When the nation was rudely woken up from its slumber by the brutal savage Nirbhaya Rape, I overnight graduated from a worried mother to a paranoid one. I will not deny that I have lost faith in men and look at every man other than my husband and father as potential rapists. With this frame of mind, when I heard about this new book inspired from Nirbhaya, I had decided not to read it assuming it to be another frivolous ‘masala-story’.
Then the author, Kirtida Gautam, asked me if I would be interested in reviewing the book. Honestly, I am honoured that the author placed such faith in me.
Kirtida Gautam, a clinical psychologist and an alumna of FTII, Pune did an extensive research on the rape laws of the country and knows her subject psychology well.
When the courier guy delivered the book, I did not start reading it immediately because the word ‘Rape’ gives me a headache. But once I started reading, I wanted to see where the story led to.
The story revolves around a 16 year old Aarush accused of rape. Each and every person who interacts with Aarush has been given a distinct voice in the story and story inches forward with all the characters of the story contributing in the character sketch and thought process of the accused.
The typical thoughts prevalent in the society have been brought forward in the story that for every rape committed it is the girl who is blamed and not the perpetrator. The author has identified through victim of the story how the society instead of sympathising and standing by the victim “withdraws emotional and social support making rape a stigma for the victim”
May be it was my wishful thinking or influence of hindi movies which made me hope for a happy ending and triumph of good over bad but the end of the story was closer to the reality of the society. However being a fiction some things have been exaggerated like the stand of grandfather of accused. The grandfather’s attitude towards the whole incident is that of a compassionate and righteous person that is so desirable but again he is not what real society is made of….I would be so happy to see men like Rudransh Kashyap, the grandfather, in real life who believe in standing for what is right. But alas…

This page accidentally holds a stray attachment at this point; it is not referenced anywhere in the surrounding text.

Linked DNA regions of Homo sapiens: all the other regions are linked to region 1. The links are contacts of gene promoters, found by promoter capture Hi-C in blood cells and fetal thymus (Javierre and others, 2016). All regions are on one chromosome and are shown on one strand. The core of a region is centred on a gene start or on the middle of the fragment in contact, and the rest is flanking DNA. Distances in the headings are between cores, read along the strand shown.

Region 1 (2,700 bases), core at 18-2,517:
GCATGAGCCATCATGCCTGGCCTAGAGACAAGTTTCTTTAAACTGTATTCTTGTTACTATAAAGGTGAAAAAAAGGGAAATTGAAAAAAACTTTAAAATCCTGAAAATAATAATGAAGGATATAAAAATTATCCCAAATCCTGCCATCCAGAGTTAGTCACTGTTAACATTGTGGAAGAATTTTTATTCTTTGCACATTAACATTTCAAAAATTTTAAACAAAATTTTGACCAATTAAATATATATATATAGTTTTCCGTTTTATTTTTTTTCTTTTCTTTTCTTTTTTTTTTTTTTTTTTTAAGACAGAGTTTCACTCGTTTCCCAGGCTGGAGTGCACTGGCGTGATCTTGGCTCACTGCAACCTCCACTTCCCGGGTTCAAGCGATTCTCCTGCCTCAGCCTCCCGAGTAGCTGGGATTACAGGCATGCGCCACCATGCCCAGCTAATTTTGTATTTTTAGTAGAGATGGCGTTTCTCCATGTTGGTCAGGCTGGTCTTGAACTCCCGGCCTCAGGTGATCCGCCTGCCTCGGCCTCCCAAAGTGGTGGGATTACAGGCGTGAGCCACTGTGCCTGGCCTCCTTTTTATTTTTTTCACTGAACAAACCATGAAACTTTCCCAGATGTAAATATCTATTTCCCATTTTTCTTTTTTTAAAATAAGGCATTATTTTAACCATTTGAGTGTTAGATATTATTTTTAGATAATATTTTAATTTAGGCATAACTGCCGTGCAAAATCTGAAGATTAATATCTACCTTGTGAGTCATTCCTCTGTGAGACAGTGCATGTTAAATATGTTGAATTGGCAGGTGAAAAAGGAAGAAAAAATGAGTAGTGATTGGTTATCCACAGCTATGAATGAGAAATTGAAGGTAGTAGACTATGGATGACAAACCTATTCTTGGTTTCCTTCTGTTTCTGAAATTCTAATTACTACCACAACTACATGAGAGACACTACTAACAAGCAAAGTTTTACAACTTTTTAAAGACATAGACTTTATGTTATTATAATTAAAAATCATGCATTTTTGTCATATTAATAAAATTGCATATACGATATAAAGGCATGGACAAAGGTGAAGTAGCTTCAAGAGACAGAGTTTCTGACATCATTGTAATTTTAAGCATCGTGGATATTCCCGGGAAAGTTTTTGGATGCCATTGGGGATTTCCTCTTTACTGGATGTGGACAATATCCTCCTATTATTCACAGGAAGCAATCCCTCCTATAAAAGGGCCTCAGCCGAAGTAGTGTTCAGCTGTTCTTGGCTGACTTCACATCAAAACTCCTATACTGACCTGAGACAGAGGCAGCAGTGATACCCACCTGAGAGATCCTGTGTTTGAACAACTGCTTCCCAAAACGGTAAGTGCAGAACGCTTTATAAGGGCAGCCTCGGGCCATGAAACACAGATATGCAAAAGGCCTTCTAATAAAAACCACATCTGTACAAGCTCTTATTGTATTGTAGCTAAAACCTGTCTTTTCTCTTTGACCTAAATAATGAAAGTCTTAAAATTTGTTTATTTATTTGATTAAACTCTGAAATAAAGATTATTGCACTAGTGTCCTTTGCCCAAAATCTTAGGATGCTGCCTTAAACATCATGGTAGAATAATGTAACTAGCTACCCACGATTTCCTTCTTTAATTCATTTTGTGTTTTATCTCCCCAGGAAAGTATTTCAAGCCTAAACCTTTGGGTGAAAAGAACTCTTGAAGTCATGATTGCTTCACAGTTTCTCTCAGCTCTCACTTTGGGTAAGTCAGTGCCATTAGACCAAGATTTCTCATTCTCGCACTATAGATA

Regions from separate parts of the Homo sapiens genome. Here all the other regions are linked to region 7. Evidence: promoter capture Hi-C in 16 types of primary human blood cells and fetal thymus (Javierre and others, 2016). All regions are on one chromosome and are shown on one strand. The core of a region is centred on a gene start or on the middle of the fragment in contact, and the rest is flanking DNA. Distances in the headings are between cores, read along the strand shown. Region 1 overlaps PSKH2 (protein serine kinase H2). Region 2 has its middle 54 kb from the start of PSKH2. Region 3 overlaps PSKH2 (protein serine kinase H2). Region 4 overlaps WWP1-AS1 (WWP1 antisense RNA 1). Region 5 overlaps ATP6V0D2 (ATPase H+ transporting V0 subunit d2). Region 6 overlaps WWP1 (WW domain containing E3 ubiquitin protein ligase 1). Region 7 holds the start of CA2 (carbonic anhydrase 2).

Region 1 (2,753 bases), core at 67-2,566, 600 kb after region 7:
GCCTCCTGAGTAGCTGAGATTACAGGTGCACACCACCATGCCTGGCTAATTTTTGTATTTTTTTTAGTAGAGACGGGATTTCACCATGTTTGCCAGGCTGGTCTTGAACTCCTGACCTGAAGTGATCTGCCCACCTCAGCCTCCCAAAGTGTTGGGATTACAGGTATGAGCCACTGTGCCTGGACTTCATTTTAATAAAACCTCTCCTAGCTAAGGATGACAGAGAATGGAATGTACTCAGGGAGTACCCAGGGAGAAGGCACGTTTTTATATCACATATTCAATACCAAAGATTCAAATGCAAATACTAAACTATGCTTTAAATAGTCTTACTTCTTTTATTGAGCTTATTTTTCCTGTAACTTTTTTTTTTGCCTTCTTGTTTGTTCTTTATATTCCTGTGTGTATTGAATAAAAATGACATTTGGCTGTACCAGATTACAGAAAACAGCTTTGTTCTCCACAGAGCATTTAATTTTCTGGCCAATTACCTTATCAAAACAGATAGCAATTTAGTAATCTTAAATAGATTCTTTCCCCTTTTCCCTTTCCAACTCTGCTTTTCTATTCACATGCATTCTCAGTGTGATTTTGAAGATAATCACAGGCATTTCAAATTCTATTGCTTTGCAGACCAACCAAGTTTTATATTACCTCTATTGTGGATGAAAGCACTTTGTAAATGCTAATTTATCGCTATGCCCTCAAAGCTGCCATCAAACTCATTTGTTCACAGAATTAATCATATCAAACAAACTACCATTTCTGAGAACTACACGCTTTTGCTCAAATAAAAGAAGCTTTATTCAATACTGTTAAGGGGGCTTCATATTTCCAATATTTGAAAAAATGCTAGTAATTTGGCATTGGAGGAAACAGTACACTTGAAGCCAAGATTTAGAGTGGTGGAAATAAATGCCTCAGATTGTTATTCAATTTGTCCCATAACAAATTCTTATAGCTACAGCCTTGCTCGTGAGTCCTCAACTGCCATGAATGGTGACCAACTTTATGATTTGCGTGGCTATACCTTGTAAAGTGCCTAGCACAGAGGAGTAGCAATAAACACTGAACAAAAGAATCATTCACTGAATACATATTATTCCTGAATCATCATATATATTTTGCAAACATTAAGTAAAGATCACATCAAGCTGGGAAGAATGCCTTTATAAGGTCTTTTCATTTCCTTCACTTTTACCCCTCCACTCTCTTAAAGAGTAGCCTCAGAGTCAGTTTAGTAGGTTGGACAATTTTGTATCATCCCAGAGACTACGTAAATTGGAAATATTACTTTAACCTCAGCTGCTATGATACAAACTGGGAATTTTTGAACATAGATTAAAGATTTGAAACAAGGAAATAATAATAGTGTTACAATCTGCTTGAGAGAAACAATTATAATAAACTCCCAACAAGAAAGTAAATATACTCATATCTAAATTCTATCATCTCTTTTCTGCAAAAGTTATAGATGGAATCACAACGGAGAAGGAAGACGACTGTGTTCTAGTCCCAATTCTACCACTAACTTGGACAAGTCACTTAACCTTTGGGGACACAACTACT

Some chapters on psychology are bit too heavy for me but then those are required to understand the complex character of the accused. Again because the work is a fiction, hence the ability of the accused to think through is understood but in real world men indulging in such heinous actions might not be even half as intelligent.
Author has raised the issue that while we instil the fear of rape, of strangers and of going alone somewhere in our daughters but then why we do not scare our sons of the consequences of raping a woman? Why we let our girls express all their emotions but dissuade boys to show emotions of fear and vulnerability thus forcing them to bottle up and in the process become frustrated? We stop our daughters to go out alone at night but why we do not teach our sons to respect and protect women?
By the time I finished the story, I was angry and felt murderous. The recent news of acquittal of the accused juvenile of the Nirbhaya’s case added fuel to the fire and I felt the need to stand against the juvenile rape laws of our country. I felt hatred against those politicians who have so carelessly given opinion that boys make mistake when they are growing up…
Rape is not the fault of women and not some ordinary mistake by men…it is an unforgivable crime and those who violate a woman’s body must be punished with an equal magnitude.
Author has handled the issue very delicately. The book is quite a tough read due to the topic itself along with serious psychology…not for readers who want a quick racy story. A poignant and thought-provoking book.